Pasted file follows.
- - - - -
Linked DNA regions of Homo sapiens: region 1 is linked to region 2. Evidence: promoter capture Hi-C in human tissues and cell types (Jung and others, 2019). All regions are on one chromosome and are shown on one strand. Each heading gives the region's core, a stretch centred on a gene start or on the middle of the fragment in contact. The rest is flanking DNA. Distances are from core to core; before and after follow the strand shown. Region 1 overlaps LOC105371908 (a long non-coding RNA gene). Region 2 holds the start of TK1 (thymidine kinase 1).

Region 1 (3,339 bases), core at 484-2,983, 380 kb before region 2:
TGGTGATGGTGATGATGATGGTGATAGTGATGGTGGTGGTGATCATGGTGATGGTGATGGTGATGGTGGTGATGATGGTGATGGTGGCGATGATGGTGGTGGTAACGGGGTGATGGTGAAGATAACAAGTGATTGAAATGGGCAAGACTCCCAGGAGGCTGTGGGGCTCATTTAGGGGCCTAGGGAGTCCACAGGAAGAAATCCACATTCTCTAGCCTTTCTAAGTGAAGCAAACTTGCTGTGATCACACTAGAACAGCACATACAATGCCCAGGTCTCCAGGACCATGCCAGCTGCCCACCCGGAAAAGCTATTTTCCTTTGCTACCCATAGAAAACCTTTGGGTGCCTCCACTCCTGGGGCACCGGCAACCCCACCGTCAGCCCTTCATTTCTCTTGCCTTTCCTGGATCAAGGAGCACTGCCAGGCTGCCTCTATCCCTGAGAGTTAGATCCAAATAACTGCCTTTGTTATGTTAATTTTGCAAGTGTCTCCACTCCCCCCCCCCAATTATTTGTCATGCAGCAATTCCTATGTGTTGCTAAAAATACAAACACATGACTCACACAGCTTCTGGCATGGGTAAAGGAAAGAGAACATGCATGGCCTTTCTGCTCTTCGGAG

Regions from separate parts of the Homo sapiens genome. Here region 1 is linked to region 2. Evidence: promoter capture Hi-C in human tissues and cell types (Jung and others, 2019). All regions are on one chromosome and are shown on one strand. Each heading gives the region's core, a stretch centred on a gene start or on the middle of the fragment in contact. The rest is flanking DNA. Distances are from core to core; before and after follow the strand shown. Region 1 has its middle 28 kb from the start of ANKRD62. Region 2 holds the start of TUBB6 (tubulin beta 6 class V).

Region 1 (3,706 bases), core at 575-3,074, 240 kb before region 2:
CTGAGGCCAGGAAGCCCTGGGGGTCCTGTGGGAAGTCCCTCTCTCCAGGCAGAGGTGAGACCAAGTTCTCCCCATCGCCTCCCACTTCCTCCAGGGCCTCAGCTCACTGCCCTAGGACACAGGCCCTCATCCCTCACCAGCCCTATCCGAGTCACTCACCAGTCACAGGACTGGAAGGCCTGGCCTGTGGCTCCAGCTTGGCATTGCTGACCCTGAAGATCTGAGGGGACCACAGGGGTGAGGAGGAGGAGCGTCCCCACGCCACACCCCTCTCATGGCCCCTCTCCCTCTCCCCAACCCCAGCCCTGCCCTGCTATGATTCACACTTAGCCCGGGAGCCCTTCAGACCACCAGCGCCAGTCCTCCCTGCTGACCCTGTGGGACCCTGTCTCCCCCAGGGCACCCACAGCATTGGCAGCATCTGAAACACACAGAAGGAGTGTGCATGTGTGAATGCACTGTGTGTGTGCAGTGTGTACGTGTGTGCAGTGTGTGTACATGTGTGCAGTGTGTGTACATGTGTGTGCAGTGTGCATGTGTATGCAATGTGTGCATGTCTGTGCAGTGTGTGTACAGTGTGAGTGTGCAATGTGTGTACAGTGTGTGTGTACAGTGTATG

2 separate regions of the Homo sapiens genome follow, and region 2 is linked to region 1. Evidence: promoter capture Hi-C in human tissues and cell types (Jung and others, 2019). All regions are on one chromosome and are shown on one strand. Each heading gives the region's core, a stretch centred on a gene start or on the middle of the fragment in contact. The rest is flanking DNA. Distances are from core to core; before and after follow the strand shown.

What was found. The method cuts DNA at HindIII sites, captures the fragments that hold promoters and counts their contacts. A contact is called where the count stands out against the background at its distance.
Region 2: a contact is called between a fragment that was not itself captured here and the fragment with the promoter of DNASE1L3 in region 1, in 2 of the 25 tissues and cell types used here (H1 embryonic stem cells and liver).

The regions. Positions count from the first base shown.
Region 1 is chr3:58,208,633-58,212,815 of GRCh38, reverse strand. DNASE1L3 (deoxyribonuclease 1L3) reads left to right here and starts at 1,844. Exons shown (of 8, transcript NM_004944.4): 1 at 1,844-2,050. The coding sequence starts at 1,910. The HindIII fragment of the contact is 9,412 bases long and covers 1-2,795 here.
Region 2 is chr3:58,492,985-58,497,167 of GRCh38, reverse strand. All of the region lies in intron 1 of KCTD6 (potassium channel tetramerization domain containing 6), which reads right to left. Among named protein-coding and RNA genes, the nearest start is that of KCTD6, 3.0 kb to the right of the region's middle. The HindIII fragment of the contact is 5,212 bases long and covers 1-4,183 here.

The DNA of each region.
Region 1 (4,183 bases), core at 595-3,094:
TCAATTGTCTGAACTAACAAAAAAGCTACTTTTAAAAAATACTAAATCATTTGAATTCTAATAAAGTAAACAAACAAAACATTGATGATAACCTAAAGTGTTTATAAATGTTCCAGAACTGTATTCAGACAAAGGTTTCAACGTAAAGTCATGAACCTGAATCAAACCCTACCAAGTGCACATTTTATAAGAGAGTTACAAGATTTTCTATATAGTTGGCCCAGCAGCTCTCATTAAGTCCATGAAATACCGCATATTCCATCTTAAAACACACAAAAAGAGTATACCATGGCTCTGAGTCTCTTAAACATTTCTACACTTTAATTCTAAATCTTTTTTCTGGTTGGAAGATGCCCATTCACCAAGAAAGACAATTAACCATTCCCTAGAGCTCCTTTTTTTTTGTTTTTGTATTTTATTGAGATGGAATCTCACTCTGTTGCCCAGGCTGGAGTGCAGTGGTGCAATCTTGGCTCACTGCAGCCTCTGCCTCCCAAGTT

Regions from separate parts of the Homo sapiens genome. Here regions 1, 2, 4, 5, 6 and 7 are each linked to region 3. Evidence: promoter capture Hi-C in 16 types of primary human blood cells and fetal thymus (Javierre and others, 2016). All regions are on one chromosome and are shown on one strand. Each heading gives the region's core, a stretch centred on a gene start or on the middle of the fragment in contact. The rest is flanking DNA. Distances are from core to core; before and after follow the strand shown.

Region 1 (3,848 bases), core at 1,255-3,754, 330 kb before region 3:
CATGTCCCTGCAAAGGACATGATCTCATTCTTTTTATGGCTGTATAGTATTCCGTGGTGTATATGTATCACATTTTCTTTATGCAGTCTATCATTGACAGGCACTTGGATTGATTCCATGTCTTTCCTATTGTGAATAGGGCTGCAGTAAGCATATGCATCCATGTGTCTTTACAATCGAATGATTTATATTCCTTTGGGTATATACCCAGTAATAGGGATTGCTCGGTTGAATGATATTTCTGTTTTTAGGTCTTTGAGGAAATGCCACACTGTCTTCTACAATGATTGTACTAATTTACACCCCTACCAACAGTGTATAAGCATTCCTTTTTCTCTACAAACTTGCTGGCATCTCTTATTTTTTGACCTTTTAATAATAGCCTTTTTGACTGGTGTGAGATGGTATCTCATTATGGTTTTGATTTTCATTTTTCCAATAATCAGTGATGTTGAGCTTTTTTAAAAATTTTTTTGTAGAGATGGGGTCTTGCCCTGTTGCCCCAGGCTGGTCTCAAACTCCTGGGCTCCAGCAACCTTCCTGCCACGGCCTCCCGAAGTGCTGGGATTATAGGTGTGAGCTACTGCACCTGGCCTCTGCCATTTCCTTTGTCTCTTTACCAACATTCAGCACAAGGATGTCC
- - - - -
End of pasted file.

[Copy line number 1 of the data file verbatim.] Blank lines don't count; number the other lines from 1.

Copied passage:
Linked DNA regions of Homo sapiens: region 1 is linked to region 2. Evidence: promoter capture Hi-C in human tissues and cell types (Jung and others, 2019). All regions are on one chromosome and are shown on one strand. Each heading gives the region's core, a stretch centred on a gene start or on the middle of the fragment in contact. The rest is flanking DNA. Distances are from core to core; before and after follow the strand shown. Region 1 overlaps LOC105371908 (a long non-coding RNA gene). Region 2 holds the start of TK1 (thymidine kinase 1).